Retired commander who once served as Prabowo’s assistant named treason suspect for second time

Indonesian protesters take part in a demonstration before being dispersed by the police  outside the Elections Oversight Body (Bawaslu) in Jakarta on May 22, 2019. (Photo: Bay Ismoyo / AFP)
Indonesian protesters take part in a demonstration before being dispersed by the police outside the Elections Oversight Body (Bawaslu) in Jakarta on May 22, 2019. (Photo: Bay Ismoyo / AFP)

Authorities are still dealing with the aftermath of last week’s post-election riots in Jakarta and investigating those who were responsible for causing the violence. After yesterday’s announcement that they had arrested six individuals who were allegedly involved in a plot to use the riots as cover to assassinate four “state officials”, police also confirmed that they had named former special forces commander Kivlan Zen as a suspect for treason.

“Yes, he’s already been named a suspect,” said National Police spokesperson Dedi Prasetyo at National Police Headquarters yesterday as quoted by Detik.

Kivlan — who once served as two-time losing presidential candidate Prabowo Subianto’s adjutant in Kostrad (The Army Strategic Command) before retiring as the corps chief of staff — was first reported to the National Police for treason and spreading fake news in early May. He was subsequently blocked from leaving the country and interrogated by police for 14 hours on May 13.

Police said Kivlan’s treason case was related to that of Eggi Sudjana, a Prabowo ally closely aligned with the 212 Islamist movement and National Mandate Party (PAN) politician. Eggi was arrested by police on May 14.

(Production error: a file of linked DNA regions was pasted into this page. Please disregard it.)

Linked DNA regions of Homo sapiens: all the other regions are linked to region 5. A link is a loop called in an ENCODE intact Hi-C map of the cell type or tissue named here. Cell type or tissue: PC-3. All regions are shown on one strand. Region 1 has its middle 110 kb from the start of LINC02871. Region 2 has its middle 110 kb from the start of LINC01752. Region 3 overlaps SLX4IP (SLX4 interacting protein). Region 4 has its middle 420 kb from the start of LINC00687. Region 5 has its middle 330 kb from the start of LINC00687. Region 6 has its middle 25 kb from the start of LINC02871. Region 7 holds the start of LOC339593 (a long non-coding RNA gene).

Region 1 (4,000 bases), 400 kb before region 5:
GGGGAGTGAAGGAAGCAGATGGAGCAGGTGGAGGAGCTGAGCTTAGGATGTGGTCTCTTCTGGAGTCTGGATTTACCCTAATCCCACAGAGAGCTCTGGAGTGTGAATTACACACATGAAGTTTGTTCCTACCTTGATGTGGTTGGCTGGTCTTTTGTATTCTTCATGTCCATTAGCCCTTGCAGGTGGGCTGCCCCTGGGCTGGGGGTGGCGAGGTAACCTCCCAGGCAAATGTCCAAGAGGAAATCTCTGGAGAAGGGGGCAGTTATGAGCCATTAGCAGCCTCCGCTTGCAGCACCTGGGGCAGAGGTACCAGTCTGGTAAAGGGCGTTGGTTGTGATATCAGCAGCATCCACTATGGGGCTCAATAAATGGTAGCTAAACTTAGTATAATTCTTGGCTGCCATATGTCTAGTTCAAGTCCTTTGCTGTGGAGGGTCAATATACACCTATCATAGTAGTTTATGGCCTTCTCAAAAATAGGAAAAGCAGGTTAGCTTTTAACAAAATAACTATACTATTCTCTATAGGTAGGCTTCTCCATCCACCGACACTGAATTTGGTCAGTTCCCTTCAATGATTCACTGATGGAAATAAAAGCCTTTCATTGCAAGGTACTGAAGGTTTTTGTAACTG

Kivlan previously told the media that he had been interrogated about Eggi’s calls for “people power” protests that would topple President Joko Widodo’s administration.

Police did not offer many details regarding the evidence used to charge Kivlan, but his lawyer said that he felt his client was being vilified and he had never had any intention to spur demonstrations with the intent of overthrowing the government.

This isn’t the first time Kivlan has been arrested for treason. In 2016, shortly before the infamous 212 rally against then-governor Basuki Tjahaja Purnama on December 2, he was one of eight people arrested for allegedly trying to plot a coup attempt against the government, using the unrest of the 212 rally as cover (sound familiar?). However, the charges were later dropped.

Kivlan is a far-right figure known for his vehement anti-Communist paranoia, which includes supporting Islamist attacks on the survivors of Indonesia’s 1965 mass killings.

Numerous supporters of Prabowo have been reported and arrested on charges of spreading fake news in regard to the election as well as for their roles in engineering the protests and subsequent riots that took place in Jakarta last week. It has put President Joko Widodo’s administration in a difficult position as they attempt to hold those responsible for the violence accountable while not looking overly authoritarian in their response.

That tension was seen last Tuesday when news broke that Prabowo himself had been charged with treason shortly after the official results of the election were announced. Police quickly and quietly pulled Prabowo’s suspect status shortly after.

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